Jonah Goldberg
When it comes to foreign policy, I'm not one of these people who believes two wrongs can never make a right or that the ends can never justify the means. But I do believe that many liberals are truly sincere when they spout such cliches. And that's why I am so baffled by the growing insistence among Democrats that the United States shouldn't attack Iraq without the approval of the United Nations. Michigan Sen. Carl Levin, for example, is reportedly planning to introduce an alternative resolution in the Senate that would forbid the use of force without U.N. approval. This push is the logical extension of the liberal arguments in favor of U.S. intervention in Kosovo, Somalia and Haiti, where the efforts were justified precisely because U.S. interests were not at stake. The thinking now is that since U.S. interests might be at stake, we need to run any unilateral action through the filter of the "international community" or the United Nations in order to make sure that we don't use the armed forces for anything that is in our interests. Apparently, people think the U.N. does things for only good and noble reasons, but U.S. foreign policy is always venal and corrupt. Therefore, if we use the United Nations to topple Iraq, we will be on the side of the angels. Now, again, if you want to make a geostrategic argument about the need for allies that's fine. But let's not kid ourselves that having allies in and of itself makes us any more -or less -moral. A murder is no less heinous if committed by a mob, and a murderer is no less guilty if apprehended by one man or 100. If toppling Saddam Hussein is the right thing to do, it becomes no more right or wrong if the United States does it alone or with help. And, making a war with Iraq more consistent with the self-interest of Germany or Russia doesn't necessarily make the war any more righteous. In fact, the United States is horse-trading with the permanent members of the U.N. Security Council right now in order to get their support for an invasion of Iraq. Britain is already onboard. So that leaves France, Russia and China. The Oct. 7 issue of the New Republic features a fascinating account, written by Asla Aydintasbas, of what these various nations want in return for their votes. China's vote -or abstention, same difference -is considered the cheapest since it has so few commercial interests in Iraq. All they want is for the United States to either support, or turn a blind eye to, a Chinese crackdown on Muslim minorities in Western China. The United States also tossed into the pot an agreement to soften its stance toward the Tibet issue; we're leaning on the Dalai Lama to lighten up in his negotiations with the Chinese government. Then there's France, which has publicly carved out the most self-righteous position when it comes to American "imperialism" and a potential war with Iraq. Privately, the French are very much open to negotiations. France has huge oil and other commercial interests in Iraq (despite the sanctions). America is working hard to promise the French that if France goes along with its historic ally -I mean America, if you weren't sure -they won't be frozen out of the new Iraqi economic order. Now, the French may not end up supporting a U.S. invasion of Iraq, but if they do support us, money, not principle, will have won the argument. And then there's Russia. Russia's interests in Iraq aren't as big as France's but they're still considerable. First, Iraq owes the Russians $8 billion, and Russia wants its dough. A starting point of any conversation about Russian support is a promise that Russia will be paid back. Other chips in the deal include America's support for Russia's WTO bid and a quieter U.S. State Department when it comes to Russian human rights abuses in Chechnya and Georgia. In short, if the United Nations agrees to support an American military effort it won't be because the U.N. put principle above self-interest; it will be because various nations were willing to horse trade with blood and oil. Which raises the question, why is it morally superior to work with the U.N. when working with the U.N. means not only more bloodshed elsewhere in the world, but a deterioration of America's moral authority? I remain baffled.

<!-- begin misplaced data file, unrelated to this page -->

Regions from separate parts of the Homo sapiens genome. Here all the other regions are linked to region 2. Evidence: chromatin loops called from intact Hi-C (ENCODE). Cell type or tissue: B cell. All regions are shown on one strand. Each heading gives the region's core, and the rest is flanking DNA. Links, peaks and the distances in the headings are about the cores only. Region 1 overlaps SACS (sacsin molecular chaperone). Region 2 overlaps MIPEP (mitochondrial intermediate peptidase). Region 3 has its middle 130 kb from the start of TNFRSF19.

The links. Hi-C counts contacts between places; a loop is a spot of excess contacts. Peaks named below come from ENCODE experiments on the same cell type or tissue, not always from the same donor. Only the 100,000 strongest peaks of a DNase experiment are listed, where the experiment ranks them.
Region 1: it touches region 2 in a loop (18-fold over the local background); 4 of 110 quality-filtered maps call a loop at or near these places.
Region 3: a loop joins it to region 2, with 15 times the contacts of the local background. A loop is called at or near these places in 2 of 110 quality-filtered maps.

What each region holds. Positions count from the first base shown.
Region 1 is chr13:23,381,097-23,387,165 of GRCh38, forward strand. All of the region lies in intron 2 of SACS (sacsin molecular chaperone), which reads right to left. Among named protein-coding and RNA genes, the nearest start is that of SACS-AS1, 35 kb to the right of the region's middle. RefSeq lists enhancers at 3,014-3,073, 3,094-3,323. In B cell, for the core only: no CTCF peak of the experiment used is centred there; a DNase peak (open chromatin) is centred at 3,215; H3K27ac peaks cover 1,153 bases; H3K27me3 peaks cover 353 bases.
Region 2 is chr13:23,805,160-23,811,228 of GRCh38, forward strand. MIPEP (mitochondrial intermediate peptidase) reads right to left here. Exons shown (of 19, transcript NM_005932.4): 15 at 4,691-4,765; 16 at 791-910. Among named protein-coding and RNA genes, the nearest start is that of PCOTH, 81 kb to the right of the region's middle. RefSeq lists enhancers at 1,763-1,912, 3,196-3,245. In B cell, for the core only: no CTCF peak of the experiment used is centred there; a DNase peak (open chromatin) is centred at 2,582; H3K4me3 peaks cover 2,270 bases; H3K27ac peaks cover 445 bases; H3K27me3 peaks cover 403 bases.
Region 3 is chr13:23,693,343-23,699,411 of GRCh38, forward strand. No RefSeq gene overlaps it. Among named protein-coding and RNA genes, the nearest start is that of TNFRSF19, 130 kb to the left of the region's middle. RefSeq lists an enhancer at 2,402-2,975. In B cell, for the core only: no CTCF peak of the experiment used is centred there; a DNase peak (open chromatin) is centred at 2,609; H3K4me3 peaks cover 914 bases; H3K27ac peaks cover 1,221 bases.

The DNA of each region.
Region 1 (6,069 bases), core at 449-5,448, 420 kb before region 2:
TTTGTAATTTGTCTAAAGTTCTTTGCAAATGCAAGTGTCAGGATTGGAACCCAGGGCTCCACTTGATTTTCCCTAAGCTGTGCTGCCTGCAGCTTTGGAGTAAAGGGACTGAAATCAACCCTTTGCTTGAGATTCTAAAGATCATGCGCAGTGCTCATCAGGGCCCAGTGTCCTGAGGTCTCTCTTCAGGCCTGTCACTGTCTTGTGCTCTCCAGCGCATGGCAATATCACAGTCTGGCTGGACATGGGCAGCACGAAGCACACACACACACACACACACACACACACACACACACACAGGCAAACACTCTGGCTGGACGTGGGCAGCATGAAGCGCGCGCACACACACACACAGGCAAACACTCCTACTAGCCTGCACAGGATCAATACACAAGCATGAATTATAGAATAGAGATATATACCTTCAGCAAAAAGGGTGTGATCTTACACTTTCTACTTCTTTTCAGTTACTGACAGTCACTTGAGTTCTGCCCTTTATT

Jonah Goldberg

Jonah Goldberg is editor-at-large of National Review Online,and the author of the forthcoming book The Tyranny of Clichés. You can reach him via Twitter @JonahNRO.
 
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